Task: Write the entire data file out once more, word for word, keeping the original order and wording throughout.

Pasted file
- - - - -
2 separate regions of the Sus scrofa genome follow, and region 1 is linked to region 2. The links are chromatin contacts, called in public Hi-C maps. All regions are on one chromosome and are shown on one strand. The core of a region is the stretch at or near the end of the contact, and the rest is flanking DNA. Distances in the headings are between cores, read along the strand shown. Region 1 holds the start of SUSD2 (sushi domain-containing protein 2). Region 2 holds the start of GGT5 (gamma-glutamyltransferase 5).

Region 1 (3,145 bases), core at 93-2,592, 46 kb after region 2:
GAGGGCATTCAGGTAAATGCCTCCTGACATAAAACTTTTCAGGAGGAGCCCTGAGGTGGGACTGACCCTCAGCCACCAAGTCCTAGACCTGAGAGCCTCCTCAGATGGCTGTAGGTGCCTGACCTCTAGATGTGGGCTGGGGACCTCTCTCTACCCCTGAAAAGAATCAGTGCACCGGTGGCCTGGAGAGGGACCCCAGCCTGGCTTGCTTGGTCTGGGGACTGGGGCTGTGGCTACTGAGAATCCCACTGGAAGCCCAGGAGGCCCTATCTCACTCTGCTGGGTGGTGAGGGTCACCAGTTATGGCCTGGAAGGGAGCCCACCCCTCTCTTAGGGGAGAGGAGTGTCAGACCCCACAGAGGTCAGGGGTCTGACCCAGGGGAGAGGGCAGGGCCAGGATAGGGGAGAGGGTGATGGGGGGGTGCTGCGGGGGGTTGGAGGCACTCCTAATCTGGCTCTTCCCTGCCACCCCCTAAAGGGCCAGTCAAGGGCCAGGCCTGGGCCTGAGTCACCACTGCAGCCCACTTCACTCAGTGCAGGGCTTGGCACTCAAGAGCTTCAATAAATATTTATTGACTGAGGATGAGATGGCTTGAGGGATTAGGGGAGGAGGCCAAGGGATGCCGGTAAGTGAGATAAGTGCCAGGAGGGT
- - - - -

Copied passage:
2 separate regions of the Sus scrofa genome follow, and region 1 is linked to region 2. The links are chromatin contacts, called in public Hi-C maps. All regions are on one chromosome and are shown on one strand. The core of a region is the stretch at or near the end of the contact, and the rest is flanking DNA. Distances in the headings are between cores, read along the strand shown. Region 1 holds the start of SUSD2 (sushi domain-containing protein 2). Region 2 holds the start of GGT5 (gamma-glutamyltransferase 5).

Region 1 (3,145 bases), core at 93-2,592, 46 kb after region 2:
GAGGGCATTCAGGTAAATGCCTCCTGACATAAAACTTTTCAGGAGGAGCCCTGAGGTGGGACTGACCCTCAGCCACCAAGTCCTAGACCTGAGAGCCTCCTCAGATGGCTGTAGGTGCCTGACCTCTAGATGTGGGCTGGGGACCTCTCTCTACCCCTGAAAAGAATCAGTGCACCGGTGGCCTGGAGAGGGACCCCAGCCTGGCTTGCTTGGTCTGGGGACTGGGGCTGTGGCTACTGAGAATCCCACTGGAAGCCCAGGAGGCCCTATCTCACTCTGCTGGGTGGTGAGGGTCACCAGTTATGGCCTGGAAGGGAGCCCACCCCTCTCTTAGGGGAGAGGAGTGTCAGACCCCACAGAGGTCAGGGGTCTGACCCAGGGGAGAGGGCAGGGCCAGGATAGGGGAGAGGGTGATGGGGGGGTGCTGCGGGGGGTTGGAGGCACTCCTAATCTGGCTCTTCCCTGCCACCCCCTAAAGGGCCAGTCAAGGGCCAGGCCTGGGCCTGAGTCACCACTGCAGCCCACTTCACTCAGTGCAGGGCTTGGCACTCAAGAGCTTCAATAAATATTTATTGACTGAGGATGAGATGGCTTGAGGGATTAGGGGAGGAGGCCAAGGGATGCCGGTAAGTGAGATAAGTGCCAGGAGGGT